The Pressure to Be Wise
It’s unsettling to be dubbed a Wisdom Keeper,
says the noted novelist. First you must figure out where you stashed the stuff.
Then comes the job of passing it on By MARGARE T A TWOOD
Earlier this year I participated in an unusual video series called
Wisdom Keepers. It’s planned as a number of short interviews with
older people of accomplishment, from dancers to environmentalists to writers such as me, and is intended as a motivational tool
for an audience of teenagers (now known as “young adults”).
Over the years, we adults have found
ourselves dividing into subgroups: the
young adults; the less-young adults;
the moment of despair when we turn
30 and believe we’ve kissed our youth
farewell; the thirtysomethings, worried about their first mini-wrinkle;
the middle-aged in denial; those who
are what the French call “a certain
age”; and the truly mellow, sagacious,
The last category is the part where
you’re supposed to have acquired
some wisdom. It’s also the part where
you keep wondering when the stuff is
finally going to turn up, because you
don’t feel any wiser than you did at
age 20. If anything, less wise: At 20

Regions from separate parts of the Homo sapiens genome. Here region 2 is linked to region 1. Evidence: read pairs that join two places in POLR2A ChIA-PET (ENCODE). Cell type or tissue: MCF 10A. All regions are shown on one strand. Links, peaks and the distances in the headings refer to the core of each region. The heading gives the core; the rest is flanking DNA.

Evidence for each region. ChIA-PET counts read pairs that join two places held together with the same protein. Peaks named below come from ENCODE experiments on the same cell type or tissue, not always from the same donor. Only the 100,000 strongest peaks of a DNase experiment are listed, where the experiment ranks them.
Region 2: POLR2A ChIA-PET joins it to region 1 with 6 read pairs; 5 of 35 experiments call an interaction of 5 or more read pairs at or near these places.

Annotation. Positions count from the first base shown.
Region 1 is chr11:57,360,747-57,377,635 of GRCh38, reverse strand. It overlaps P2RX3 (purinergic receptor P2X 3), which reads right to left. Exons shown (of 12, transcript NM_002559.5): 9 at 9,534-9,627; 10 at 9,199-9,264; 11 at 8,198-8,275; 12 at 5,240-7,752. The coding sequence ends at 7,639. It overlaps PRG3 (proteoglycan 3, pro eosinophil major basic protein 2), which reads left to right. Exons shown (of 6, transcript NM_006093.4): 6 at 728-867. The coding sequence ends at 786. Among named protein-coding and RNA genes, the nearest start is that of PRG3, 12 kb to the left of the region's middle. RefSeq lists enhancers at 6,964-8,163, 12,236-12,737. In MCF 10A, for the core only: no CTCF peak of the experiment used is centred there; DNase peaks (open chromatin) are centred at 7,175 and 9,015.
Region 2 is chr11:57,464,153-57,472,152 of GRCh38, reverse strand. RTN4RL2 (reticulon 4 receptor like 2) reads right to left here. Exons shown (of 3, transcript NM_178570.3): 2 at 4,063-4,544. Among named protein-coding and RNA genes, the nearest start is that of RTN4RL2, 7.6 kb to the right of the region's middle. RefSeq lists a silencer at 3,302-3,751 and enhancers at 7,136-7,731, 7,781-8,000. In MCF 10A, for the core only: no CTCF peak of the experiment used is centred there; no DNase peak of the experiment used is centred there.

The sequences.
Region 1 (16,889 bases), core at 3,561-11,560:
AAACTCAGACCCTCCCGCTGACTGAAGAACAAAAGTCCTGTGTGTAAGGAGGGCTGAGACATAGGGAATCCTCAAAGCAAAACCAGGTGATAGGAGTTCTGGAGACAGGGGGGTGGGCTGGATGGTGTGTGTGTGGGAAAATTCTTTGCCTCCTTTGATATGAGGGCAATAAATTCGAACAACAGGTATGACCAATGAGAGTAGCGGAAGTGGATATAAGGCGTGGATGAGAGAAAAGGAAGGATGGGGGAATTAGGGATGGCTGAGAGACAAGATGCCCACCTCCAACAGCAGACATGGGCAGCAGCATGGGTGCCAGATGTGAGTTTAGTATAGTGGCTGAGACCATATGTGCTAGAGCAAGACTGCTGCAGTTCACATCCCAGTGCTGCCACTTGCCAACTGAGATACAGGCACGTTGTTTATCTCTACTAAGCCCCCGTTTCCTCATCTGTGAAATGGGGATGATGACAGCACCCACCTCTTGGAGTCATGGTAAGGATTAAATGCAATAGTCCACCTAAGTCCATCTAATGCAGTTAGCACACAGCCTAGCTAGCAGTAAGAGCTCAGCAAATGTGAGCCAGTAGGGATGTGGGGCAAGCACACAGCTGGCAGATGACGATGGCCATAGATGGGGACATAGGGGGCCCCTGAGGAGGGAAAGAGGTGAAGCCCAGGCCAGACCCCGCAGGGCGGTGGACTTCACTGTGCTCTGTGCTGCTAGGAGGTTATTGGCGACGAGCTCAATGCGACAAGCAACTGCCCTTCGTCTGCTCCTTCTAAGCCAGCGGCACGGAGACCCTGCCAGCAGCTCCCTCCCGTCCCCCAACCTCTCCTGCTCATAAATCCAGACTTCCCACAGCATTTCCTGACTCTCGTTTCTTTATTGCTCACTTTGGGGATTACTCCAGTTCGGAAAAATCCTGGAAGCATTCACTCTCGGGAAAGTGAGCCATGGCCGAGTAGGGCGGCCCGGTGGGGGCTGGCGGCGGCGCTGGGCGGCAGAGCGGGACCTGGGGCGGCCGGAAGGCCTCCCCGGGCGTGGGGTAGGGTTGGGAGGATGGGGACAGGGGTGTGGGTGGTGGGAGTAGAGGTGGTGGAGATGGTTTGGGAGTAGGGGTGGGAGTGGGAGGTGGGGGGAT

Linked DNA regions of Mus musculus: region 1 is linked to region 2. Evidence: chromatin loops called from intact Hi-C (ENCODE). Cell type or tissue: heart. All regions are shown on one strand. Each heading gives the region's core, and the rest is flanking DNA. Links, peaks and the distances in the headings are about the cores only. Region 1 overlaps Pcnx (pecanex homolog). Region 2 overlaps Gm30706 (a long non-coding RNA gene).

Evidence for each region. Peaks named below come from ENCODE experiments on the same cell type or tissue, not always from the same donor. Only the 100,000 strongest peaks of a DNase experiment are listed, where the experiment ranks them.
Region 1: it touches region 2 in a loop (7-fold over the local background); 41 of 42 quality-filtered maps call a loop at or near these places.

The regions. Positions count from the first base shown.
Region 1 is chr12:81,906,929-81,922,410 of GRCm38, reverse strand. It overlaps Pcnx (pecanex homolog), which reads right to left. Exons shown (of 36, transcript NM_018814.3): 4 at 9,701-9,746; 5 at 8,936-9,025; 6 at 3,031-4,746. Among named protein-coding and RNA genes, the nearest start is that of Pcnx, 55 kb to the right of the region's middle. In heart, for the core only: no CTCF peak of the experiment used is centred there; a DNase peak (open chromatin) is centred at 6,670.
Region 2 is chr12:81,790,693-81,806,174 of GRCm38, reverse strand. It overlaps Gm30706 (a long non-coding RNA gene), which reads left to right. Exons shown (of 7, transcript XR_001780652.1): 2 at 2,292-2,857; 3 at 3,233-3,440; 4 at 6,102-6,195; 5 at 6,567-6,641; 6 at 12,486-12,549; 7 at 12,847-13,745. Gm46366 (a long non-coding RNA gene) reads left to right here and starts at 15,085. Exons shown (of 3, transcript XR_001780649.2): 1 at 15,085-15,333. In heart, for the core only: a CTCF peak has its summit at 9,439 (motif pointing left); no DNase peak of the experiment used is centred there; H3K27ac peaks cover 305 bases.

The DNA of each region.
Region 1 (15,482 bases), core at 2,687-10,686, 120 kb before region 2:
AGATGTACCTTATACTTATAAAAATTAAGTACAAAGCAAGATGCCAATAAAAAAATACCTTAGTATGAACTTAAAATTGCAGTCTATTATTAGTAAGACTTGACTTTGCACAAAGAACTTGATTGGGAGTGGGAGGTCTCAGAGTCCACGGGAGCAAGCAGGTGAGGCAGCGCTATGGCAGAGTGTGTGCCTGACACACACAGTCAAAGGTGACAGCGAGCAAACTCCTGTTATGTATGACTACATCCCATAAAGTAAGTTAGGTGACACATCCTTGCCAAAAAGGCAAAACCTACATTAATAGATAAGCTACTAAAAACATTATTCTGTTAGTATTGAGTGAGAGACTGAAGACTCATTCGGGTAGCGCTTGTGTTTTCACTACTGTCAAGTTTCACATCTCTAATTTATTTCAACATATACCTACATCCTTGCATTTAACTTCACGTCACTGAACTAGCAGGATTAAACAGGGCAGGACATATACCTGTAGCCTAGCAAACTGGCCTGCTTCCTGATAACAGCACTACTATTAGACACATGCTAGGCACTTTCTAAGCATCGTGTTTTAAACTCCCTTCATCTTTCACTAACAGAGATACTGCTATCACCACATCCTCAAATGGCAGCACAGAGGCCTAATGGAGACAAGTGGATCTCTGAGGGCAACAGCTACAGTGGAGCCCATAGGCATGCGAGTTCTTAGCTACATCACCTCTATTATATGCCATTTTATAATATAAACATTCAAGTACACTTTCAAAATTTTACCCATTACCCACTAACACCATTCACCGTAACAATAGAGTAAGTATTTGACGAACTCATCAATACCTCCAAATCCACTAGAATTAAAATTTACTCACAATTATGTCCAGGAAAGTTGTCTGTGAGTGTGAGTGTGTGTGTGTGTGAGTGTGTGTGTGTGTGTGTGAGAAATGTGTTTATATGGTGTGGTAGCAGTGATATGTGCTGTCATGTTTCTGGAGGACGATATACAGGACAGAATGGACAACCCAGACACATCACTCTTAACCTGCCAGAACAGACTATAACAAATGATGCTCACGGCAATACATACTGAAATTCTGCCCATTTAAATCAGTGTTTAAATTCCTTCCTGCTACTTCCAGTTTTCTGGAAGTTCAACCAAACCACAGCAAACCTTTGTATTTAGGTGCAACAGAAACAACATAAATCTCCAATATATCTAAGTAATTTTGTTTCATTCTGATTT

you know everything; at 70 you’re not
so sure. And if you don’t know where
you’ve put the wisdom, how can you
be expected to be a keeper of it? That
was my first reaction on being asked to
be a Wisdom Keeper.
I have felt a little wise on occasion.
“Grandmother, how did you get to be
so very old?” my five-year-old grandson asked me.
I lowered my voice as if imparting a
valuable secret. “Through not dying,”
I said. “That’s the trick!”
“Oh,” he said wonderingly.
It’s not such bad advice. Nonetheless, the thought of being featured
in Wisdom Keepers made me panic.
“When you were young, who was
your favorite hero in real life or in history?” the questions began. It would
be poor role-model behavior for me
to say, truthfully, “Long John Silver,
the ruthless and bloodthirsty pirate
in Treasure Island.” I considered Batman, but a man—however virtuous
and musclebound—who’d climb into
a skintight bat costume and then into
a Batmobile in order to do his good
deeds lacked a certain seriousness.
“Sherlock Holmes” would have been
an honest answer—but he was an
A native of Ottawa, Ontario,
Atwood is the author of poetry,
short fiction, and novels,
including The Blind Assassin
(Nan A. Talese/Doubleday
Books), which won the Booker
Prize for Fiction in 2000.